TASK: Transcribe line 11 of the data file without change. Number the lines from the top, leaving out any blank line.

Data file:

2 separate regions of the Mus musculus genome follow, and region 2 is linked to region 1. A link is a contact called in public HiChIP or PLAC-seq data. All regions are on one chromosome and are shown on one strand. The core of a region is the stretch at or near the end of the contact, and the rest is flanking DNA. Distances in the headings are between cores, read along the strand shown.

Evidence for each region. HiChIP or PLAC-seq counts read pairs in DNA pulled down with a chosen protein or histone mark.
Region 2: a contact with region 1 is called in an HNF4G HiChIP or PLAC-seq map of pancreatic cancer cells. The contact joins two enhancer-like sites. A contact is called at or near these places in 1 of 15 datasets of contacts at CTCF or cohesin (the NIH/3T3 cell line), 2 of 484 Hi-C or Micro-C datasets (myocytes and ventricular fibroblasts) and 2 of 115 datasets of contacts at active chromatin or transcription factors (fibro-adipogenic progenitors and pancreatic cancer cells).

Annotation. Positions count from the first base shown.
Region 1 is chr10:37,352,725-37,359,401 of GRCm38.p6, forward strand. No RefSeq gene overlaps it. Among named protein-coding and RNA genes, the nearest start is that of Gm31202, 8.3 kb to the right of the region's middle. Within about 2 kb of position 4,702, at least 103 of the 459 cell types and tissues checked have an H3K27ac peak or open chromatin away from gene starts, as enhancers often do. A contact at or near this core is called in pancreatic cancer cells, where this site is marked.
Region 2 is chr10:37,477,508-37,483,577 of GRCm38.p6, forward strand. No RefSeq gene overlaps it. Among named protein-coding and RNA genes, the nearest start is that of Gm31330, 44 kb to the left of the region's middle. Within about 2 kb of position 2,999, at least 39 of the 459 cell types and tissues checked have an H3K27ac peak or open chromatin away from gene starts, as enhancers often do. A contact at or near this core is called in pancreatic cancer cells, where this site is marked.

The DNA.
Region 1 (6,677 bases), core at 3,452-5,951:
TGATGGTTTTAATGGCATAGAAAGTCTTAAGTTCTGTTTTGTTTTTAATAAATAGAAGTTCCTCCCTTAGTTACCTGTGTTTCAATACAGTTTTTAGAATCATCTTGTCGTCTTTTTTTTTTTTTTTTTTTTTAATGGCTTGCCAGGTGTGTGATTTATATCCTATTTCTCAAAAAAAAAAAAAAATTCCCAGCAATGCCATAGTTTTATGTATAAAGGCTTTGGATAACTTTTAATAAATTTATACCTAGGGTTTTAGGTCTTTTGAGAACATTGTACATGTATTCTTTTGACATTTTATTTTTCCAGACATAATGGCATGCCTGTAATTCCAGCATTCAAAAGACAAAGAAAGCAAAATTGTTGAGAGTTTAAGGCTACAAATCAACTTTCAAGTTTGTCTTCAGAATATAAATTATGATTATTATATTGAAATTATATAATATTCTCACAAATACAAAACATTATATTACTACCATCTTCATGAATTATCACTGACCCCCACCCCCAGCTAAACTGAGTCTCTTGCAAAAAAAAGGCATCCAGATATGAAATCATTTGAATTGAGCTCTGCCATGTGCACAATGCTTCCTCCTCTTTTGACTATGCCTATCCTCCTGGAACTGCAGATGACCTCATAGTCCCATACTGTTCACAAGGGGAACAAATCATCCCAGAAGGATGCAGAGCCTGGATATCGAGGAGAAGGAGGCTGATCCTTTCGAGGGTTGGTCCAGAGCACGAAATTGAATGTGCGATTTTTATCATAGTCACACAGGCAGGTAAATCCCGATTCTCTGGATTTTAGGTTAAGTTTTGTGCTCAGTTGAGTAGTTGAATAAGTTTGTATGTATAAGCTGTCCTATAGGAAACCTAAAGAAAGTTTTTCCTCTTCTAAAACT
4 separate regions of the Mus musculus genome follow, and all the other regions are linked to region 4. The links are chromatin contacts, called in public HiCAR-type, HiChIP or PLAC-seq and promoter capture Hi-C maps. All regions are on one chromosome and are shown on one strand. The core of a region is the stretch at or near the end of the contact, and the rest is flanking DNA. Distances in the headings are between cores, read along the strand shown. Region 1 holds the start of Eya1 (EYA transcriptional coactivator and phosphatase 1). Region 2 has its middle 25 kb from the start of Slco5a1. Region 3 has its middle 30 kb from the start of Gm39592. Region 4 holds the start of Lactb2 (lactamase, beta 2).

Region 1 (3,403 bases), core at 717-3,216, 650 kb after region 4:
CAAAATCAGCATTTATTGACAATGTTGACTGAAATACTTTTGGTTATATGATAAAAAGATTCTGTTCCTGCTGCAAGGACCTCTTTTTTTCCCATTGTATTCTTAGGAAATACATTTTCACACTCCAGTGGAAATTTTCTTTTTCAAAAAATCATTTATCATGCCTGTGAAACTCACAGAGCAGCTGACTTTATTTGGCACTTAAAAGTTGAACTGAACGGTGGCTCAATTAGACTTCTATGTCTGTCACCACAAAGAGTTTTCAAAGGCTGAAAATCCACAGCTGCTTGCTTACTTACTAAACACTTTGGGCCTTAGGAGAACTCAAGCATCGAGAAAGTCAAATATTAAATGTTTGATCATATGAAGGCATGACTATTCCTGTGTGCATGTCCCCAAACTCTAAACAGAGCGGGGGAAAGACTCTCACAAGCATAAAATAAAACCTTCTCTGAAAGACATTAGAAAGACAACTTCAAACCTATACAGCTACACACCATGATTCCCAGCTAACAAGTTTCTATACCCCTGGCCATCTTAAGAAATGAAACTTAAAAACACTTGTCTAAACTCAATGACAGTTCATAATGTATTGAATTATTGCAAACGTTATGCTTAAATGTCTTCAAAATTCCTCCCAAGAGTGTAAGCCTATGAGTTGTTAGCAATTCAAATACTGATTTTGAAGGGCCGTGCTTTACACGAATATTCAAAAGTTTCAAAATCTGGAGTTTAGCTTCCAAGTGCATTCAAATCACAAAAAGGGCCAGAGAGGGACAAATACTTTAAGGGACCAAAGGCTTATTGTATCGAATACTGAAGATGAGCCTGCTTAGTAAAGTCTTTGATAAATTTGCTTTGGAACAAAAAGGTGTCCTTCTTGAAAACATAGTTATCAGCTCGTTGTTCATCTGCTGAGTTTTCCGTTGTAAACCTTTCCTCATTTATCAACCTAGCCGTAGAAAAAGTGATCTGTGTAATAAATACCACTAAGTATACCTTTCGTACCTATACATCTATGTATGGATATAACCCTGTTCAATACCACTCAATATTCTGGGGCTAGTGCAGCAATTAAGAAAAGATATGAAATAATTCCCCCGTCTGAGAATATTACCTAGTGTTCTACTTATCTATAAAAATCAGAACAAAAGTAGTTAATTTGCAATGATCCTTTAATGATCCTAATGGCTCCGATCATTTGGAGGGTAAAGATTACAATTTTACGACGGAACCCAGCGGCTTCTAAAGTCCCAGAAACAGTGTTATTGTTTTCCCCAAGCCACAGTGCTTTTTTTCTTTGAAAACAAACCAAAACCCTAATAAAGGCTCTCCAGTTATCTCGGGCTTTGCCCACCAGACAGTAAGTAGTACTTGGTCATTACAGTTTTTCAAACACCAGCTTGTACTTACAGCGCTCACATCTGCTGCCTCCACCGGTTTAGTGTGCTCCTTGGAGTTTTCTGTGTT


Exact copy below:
Region 1 (3,403 bases), core at 717-3,216, 650 kb after region 4: